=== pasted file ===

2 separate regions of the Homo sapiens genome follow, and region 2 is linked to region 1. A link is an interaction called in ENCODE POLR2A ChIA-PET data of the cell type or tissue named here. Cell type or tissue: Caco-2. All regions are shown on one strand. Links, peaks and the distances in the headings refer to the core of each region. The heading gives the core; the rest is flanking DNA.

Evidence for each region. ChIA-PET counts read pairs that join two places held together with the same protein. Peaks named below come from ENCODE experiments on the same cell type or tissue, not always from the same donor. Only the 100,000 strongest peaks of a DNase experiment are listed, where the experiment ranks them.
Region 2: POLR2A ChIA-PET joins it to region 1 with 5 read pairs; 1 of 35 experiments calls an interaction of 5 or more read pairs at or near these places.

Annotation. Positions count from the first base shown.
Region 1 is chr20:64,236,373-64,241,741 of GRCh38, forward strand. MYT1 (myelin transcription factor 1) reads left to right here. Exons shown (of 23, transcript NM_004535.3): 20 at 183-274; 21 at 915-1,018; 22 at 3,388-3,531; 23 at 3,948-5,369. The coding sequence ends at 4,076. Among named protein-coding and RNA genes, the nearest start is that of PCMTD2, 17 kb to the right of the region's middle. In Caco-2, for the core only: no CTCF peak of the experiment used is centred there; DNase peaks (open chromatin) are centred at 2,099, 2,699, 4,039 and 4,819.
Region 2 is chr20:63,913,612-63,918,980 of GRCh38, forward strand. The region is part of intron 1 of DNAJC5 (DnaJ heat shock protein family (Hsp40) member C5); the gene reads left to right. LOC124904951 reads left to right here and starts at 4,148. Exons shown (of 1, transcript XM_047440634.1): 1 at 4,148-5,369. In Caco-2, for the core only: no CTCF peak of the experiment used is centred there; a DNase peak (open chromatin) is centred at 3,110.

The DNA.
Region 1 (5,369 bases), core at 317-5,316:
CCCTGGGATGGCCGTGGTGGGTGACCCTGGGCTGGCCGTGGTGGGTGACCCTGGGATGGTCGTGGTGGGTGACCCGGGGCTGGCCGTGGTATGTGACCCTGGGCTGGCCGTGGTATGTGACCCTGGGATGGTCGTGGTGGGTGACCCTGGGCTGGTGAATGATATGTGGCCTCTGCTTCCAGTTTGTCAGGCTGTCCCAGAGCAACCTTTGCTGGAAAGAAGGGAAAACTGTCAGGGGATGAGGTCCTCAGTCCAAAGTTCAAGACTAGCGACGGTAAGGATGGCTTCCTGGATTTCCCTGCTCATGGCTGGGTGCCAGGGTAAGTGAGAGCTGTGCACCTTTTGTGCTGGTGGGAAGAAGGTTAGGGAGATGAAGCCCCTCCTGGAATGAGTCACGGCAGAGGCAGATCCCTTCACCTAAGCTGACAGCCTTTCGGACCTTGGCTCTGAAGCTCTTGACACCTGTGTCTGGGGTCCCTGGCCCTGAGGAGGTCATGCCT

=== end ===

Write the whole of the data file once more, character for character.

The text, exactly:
2 separate regions of the Homo sapiens genome follow, and region 2 is linked to region 1. A link is an interaction called in ENCODE POLR2A ChIA-PET data of the cell type or tissue named here. Cell type or tissue: Caco-2. All regions are shown on one strand. Links, peaks and the distances in the headings refer to the core of each region. The heading gives the core; the rest is flanking DNA.

Evidence for each region. ChIA-PET counts read pairs that join two places held together with the same protein. Peaks named below come from ENCODE experiments on the same cell type or tissue, not always from the same donor. Only the 100,000 strongest peaks of a DNase experiment are listed, where the experiment ranks them.
Region 2: POLR2A ChIA-PET joins it to region 1 with 5 read pairs; 1 of 35 experiments calls an interaction of 5 or more read pairs at or near these places.

Annotation. Positions count from the first base shown.
Region 1 is chr20:64,236,373-64,241,741 of GRCh38, forward strand. MYT1 (myelin transcription factor 1) reads left to right here. Exons shown (of 23, transcript NM_004535.3): 20 at 183-274; 21 at 915-1,018; 22 at 3,388-3,531; 23 at 3,948-5,369. The coding sequence ends at 4,076. Among named protein-coding and RNA genes, the nearest start is that of PCMTD2, 17 kb to the right of the region's middle. In Caco-2, for the core only: no CTCF peak of the experiment used is centred there; DNase peaks (open chromatin) are centred at 2,099, 2,699, 4,039 and 4,819.
Region 2 is chr20:63,913,612-63,918,980 of GRCh38, forward strand. The region is part of intron 1 of DNAJC5 (DnaJ heat shock protein family (Hsp40) member C5); the gene reads left to right. LOC124904951 reads left to right here and starts at 4,148. Exons shown (of 1, transcript XM_047440634.1): 1 at 4,148-5,369. In Caco-2, for the core only: no CTCF peak of the experiment used is centred there; a DNase peak (open chromatin) is centred at 3,110.

The DNA.
Region 1 (5,369 bases), core at 317-5,316:
CCCTGGGATGGCCGTGGTGGGTGACCCTGGGCTGGCCGTGGTGGGTGACCCTGGGATGGTCGTGGTGGGTGACCCGGGGCTGGCCGTGGTATGTGACCCTGGGCTGGCCGTGGTATGTGACCCTGGGATGGTCGTGGTGGGTGACCCTGGGCTGGTGAATGATATGTGGCCTCTGCTTCCAGTTTGTCAGGCTGTCCCAGAGCAACCTTTGCTGGAAAGAAGGGAAAACTGTCAGGGGATGAGGTCCTCAGTCCAAAGTTCAAGACTAGCGACGGTAAGGATGGCTTCCTGGATTTCCCTGCTCATGGCTGGGTGCCAGGGTAAGTGAGAGCTGTGCACCTTTTGTGCTGGTGGGAAGAAGGTTAGGGAGATGAAGCCCCTCCTGGAATGAGTCACGGCAGAGGCAGATCCCTTCACCTAAGCTGACAGCCTTTCGGACCTTGGCTCTGAAGCTCTTGACACCTGTGTCTGGGGTCCCTGGCCCTGAGGAGGTCATGCCT